Satsuma ware tea bowl, Japan, 17th c, Edo periodIt happens eventually. You drop your favorite yixing teapot, or you chip that gorgeous little antique cup you love to drink out of. What to do? There’s super glue, there’s the trash can, or there’s the beautiful art of kintsugi — essentially, repairing broken teaware with veins of gold.
Kintsugi is said to have originated in the 15th century when a Japanese shogun broke a favorite tea bowl and sent it back to China to be fixed. But the repair job, which was done with metal staples (being the standard for repair at that time), detracted from the beauty of the bowl, so the shogun enlisted Japanese craftsmen to come up with a more aesthetically pleasing solution. Kintsugi, which means “golden joinery,” was born.
Japan, early 18th c, Edo period
Although kintsugi repair makes it appear as though the original piece was mended with gold, the process is essentially a form of lacquer art. Broken pieces are glued back together using urushi lacquer, derived from the sap of the Chinese lacquer tree (Latin name, Toxicodendron vernicifluum), with the final layer of urushi covered with fine gold powder. The “toxic” part comes from the urushiol oil which is found in very high amounts in the tree’s sap, and which also happens to be the ingredient that’s responsible for forming the dense and highly durable lacquer once dried. You might have come into contact with urushiol yourself if you ever had a tangle with some poison oak or ivy, which are also of the Toxicodendron family of plants. Fortunately, once the urushi dries and hardens the toxic effects of the urushiol oil are essentially nullified, making the lacquer ware safe to handle and even to use in contact with food, or tea.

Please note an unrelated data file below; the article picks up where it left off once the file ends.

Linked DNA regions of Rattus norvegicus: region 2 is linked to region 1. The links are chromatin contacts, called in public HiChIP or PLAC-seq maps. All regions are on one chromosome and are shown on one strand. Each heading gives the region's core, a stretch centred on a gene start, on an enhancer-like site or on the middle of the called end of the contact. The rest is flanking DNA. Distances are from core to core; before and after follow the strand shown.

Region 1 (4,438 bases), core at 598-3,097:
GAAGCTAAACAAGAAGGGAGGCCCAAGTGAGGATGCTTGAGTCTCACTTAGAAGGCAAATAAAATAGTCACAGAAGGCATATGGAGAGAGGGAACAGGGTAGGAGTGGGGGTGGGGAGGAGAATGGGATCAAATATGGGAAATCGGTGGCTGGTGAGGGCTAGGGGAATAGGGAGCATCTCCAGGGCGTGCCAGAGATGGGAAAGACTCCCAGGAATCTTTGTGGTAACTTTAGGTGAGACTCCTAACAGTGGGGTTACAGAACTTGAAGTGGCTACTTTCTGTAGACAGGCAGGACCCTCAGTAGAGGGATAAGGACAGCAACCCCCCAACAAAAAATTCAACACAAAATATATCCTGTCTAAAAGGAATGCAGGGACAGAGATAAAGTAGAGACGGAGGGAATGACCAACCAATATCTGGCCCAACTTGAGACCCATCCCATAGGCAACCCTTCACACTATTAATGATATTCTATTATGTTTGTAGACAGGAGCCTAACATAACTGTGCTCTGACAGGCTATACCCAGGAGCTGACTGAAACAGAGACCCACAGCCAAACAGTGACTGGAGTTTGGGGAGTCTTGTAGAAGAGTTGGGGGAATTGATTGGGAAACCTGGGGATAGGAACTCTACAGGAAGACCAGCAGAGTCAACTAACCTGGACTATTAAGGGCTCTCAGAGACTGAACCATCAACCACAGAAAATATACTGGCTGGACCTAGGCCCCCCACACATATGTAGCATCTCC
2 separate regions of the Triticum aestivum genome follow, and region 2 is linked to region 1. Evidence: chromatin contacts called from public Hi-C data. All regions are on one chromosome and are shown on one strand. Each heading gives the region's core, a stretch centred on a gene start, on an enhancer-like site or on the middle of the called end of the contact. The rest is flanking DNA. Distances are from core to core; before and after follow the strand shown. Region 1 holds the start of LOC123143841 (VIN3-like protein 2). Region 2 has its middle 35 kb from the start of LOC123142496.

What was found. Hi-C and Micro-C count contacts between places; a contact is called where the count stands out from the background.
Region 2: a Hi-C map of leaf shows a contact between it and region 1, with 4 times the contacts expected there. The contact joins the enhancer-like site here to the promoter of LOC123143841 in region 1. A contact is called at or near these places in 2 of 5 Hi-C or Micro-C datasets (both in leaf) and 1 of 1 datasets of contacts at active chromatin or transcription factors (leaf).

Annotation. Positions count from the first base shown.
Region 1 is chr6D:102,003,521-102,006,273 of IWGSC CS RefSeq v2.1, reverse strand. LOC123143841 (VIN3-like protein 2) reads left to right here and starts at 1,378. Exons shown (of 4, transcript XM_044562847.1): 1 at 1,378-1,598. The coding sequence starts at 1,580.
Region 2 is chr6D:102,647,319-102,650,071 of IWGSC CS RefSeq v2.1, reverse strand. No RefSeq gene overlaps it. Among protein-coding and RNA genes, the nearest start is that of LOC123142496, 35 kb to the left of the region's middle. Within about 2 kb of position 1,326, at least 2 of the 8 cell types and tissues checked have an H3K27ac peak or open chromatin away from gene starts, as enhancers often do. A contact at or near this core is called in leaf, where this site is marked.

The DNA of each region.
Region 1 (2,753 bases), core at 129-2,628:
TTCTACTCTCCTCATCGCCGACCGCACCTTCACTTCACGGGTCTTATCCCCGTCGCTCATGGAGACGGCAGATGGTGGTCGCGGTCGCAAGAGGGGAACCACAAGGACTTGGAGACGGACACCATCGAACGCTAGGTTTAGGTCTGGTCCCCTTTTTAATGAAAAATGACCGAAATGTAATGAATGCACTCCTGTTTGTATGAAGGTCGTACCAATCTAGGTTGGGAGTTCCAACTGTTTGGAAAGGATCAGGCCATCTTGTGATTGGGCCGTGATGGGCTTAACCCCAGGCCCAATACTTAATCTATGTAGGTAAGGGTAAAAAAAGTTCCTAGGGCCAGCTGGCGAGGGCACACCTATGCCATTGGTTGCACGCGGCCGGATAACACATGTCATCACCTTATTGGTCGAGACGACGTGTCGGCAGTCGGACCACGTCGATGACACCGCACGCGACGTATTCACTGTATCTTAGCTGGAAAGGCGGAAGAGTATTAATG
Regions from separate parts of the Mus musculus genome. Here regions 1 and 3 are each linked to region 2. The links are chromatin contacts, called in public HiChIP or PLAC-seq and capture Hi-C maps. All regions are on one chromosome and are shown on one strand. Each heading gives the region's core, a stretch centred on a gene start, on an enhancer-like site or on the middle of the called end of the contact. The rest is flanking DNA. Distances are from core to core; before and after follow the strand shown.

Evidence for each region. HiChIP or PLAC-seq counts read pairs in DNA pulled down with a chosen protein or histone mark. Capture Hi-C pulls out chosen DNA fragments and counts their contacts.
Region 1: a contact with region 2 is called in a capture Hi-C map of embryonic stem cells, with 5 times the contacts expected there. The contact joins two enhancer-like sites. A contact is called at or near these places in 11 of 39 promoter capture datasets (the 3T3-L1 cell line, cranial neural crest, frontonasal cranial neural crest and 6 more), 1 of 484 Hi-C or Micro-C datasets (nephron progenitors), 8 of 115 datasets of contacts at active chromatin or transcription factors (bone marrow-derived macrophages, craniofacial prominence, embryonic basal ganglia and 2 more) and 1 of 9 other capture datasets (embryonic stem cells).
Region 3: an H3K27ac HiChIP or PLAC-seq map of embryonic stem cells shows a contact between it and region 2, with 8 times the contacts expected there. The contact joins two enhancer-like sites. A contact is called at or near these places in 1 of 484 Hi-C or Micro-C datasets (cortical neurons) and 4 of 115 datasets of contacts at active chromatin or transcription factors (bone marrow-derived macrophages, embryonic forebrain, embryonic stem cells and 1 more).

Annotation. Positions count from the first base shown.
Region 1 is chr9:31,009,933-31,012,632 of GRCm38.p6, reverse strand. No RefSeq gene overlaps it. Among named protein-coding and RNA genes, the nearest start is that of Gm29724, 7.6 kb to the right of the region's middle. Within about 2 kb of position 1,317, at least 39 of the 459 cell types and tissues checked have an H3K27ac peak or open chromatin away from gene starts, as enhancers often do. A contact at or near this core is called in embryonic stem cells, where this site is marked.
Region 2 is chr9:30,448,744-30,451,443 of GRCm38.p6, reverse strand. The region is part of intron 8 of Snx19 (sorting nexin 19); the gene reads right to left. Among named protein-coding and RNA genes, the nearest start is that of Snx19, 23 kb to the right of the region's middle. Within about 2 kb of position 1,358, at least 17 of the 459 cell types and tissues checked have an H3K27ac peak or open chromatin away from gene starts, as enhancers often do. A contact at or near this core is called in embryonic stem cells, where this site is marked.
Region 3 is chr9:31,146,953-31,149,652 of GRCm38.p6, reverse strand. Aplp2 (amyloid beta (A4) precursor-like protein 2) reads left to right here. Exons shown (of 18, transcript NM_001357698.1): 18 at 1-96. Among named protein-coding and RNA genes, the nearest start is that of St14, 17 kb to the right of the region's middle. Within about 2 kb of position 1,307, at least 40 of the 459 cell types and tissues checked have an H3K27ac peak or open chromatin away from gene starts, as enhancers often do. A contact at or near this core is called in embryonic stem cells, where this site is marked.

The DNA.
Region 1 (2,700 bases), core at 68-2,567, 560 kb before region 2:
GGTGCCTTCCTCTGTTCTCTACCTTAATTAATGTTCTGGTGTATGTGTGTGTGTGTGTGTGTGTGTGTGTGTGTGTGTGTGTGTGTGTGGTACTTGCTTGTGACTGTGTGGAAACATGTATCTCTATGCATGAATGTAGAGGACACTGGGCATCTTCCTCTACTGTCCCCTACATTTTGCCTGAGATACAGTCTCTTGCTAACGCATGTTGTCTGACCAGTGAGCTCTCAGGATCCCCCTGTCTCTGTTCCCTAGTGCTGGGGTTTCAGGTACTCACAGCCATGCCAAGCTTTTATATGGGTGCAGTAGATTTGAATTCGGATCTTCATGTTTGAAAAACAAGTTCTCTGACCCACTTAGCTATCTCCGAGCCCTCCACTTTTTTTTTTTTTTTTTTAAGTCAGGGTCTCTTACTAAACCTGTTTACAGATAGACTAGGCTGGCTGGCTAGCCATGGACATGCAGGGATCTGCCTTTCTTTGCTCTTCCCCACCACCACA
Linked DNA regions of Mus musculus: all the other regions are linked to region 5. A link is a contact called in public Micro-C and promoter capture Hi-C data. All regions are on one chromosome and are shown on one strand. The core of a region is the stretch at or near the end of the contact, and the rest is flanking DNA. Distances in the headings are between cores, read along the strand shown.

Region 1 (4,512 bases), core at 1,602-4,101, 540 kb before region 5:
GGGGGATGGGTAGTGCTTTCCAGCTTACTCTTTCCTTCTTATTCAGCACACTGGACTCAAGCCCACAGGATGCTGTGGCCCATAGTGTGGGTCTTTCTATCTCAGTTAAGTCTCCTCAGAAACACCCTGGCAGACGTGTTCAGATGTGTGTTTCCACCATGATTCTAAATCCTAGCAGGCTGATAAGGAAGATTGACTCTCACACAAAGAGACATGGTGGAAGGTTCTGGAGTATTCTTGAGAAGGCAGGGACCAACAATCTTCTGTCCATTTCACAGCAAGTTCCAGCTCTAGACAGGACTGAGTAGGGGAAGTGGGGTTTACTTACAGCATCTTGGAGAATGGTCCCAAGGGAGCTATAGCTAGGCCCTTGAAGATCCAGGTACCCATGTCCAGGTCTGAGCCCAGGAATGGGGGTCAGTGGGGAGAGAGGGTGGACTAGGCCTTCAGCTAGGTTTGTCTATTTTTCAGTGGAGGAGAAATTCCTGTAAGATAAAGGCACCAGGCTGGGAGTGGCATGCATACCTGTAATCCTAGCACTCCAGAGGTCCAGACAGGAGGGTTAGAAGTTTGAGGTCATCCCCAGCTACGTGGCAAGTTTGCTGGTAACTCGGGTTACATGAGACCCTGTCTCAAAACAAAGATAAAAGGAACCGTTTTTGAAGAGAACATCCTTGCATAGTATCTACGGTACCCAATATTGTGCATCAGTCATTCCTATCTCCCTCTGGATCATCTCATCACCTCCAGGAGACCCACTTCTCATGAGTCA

Step 1: Wash and scrub the new teapot thoroughly with a clean, non-abrasive sponge that has never had soap used with it, and clear, cold running water. Clean out the inside thoroughly to eliminate any dust or fragments of clay. Do not use any type of soap or…